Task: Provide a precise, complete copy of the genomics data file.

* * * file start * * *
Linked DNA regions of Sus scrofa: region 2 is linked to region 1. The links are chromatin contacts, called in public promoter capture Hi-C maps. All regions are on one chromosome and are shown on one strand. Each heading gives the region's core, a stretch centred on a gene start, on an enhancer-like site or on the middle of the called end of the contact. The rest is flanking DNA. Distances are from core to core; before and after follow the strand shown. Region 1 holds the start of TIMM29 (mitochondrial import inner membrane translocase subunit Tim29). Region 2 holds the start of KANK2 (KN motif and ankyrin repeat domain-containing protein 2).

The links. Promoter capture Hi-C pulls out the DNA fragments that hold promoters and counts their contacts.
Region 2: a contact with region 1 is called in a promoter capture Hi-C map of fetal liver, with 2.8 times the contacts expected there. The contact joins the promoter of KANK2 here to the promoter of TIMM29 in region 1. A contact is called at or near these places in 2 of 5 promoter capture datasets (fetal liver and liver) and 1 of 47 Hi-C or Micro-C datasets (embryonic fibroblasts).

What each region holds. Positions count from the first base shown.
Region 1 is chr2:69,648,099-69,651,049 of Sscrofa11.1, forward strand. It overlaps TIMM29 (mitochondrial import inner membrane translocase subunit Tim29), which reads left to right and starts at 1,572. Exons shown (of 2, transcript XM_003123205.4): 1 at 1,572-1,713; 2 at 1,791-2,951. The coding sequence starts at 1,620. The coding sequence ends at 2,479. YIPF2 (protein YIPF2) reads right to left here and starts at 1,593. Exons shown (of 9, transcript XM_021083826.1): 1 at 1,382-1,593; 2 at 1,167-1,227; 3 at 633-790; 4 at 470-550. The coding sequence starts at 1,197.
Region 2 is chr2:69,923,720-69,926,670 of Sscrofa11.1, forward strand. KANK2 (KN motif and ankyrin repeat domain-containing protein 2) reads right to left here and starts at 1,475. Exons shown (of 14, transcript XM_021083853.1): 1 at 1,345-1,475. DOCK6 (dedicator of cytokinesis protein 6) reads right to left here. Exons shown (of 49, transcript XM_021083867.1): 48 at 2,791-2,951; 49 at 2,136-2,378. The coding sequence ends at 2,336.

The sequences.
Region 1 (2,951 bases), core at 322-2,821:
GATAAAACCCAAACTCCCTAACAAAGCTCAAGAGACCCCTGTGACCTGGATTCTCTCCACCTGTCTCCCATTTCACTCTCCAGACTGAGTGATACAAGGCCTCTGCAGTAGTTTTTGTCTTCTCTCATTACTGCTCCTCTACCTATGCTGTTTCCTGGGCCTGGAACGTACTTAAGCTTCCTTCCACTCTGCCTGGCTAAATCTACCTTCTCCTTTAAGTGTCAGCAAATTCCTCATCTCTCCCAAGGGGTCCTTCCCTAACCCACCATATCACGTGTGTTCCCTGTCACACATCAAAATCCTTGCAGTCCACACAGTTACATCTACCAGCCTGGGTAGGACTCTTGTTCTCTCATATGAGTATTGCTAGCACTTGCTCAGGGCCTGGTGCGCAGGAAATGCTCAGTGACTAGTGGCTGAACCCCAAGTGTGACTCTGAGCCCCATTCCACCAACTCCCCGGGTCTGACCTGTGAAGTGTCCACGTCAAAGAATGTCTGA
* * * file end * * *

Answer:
Linked DNA regions of Sus scrofa: region 2 is linked to region 1. The links are chromatin contacts, called in public promoter capture Hi-C maps. All regions are on one chromosome and are shown on one strand. Each heading gives the region's core, a stretch centred on a gene start, on an enhancer-like site or on the middle of the called end of the contact. The rest is flanking DNA. Distances are from core to core; before and after follow the strand shown. Region 1 holds the start of TIMM29 (mitochondrial import inner membrane translocase subunit Tim29). Region 2 holds the start of KANK2 (KN motif and ankyrin repeat domain-containing protein 2).

The links. Promoter capture Hi-C pulls out the DNA fragments that hold promoters and counts their contacts.
Region 2: a contact with region 1 is called in a promoter capture Hi-C map of fetal liver, with 2.8 times the contacts expected there. The contact joins the promoter of KANK2 here to the promoter of TIMM29 in region 1. A contact is called at or near these places in 2 of 5 promoter capture datasets (fetal liver and liver) and 1 of 47 Hi-C or Micro-C datasets (embryonic fibroblasts).

What each region holds. Positions count from the first base shown.
Region 1 is chr2:69,648,099-69,651,049 of Sscrofa11.1, forward strand. It overlaps TIMM29 (mitochondrial import inner membrane translocase subunit Tim29), which reads left to right and starts at 1,572. Exons shown (of 2, transcript XM_003123205.4): 1 at 1,572-1,713; 2 at 1,791-2,951. The coding sequence starts at 1,620. The coding sequence ends at 2,479. YIPF2 (protein YIPF2) reads right to left here and starts at 1,593. Exons shown (of 9, transcript XM_021083826.1): 1 at 1,382-1,593; 2 at 1,167-1,227; 3 at 633-790; 4 at 470-550. The coding sequence starts at 1,197.
Region 2 is chr2:69,923,720-69,926,670 of Sscrofa11.1, forward strand. KANK2 (KN motif and ankyrin repeat domain-containing protein 2) reads right to left here and starts at 1,475. Exons shown (of 14, transcript XM_021083853.1): 1 at 1,345-1,475. DOCK6 (dedicator of cytokinesis protein 6) reads right to left here. Exons shown (of 49, transcript XM_021083867.1): 48 at 2,791-2,951; 49 at 2,136-2,378. The coding sequence ends at 2,336.

The sequences.
Region 1 (2,951 bases), core at 322-2,821:
GATAAAACCCAAACTCCCTAACAAAGCTCAAGAGACCCCTGTGACCTGGATTCTCTCCACCTGTCTCCCATTTCACTCTCCAGACTGAGTGATACAAGGCCTCTGCAGTAGTTTTTGTCTTCTCTCATTACTGCTCCTCTACCTATGCTGTTTCCTGGGCCTGGAACGTACTTAAGCTTCCTTCCACTCTGCCTGGCTAAATCTACCTTCTCCTTTAAGTGTCAGCAAATTCCTCATCTCTCCCAAGGGGTCCTTCCCTAACCCACCATATCACGTGTGTTCCCTGTCACACATCAAAATCCTTGCAGTCCACACAGTTACATCTACCAGCCTGGGTAGGACTCTTGTTCTCTCATATGAGTATTGCTAGCACTTGCTCAGGGCCTGGTGCGCAGGAAATGCTCAGTGACTAGTGGCTGAACCCCAAGTGTGACTCTGAGCCCCATTCCACCAACTCCCCGGGTCTGACCTGTGAAGTGTCCACGTCAAAGAATGTCTGA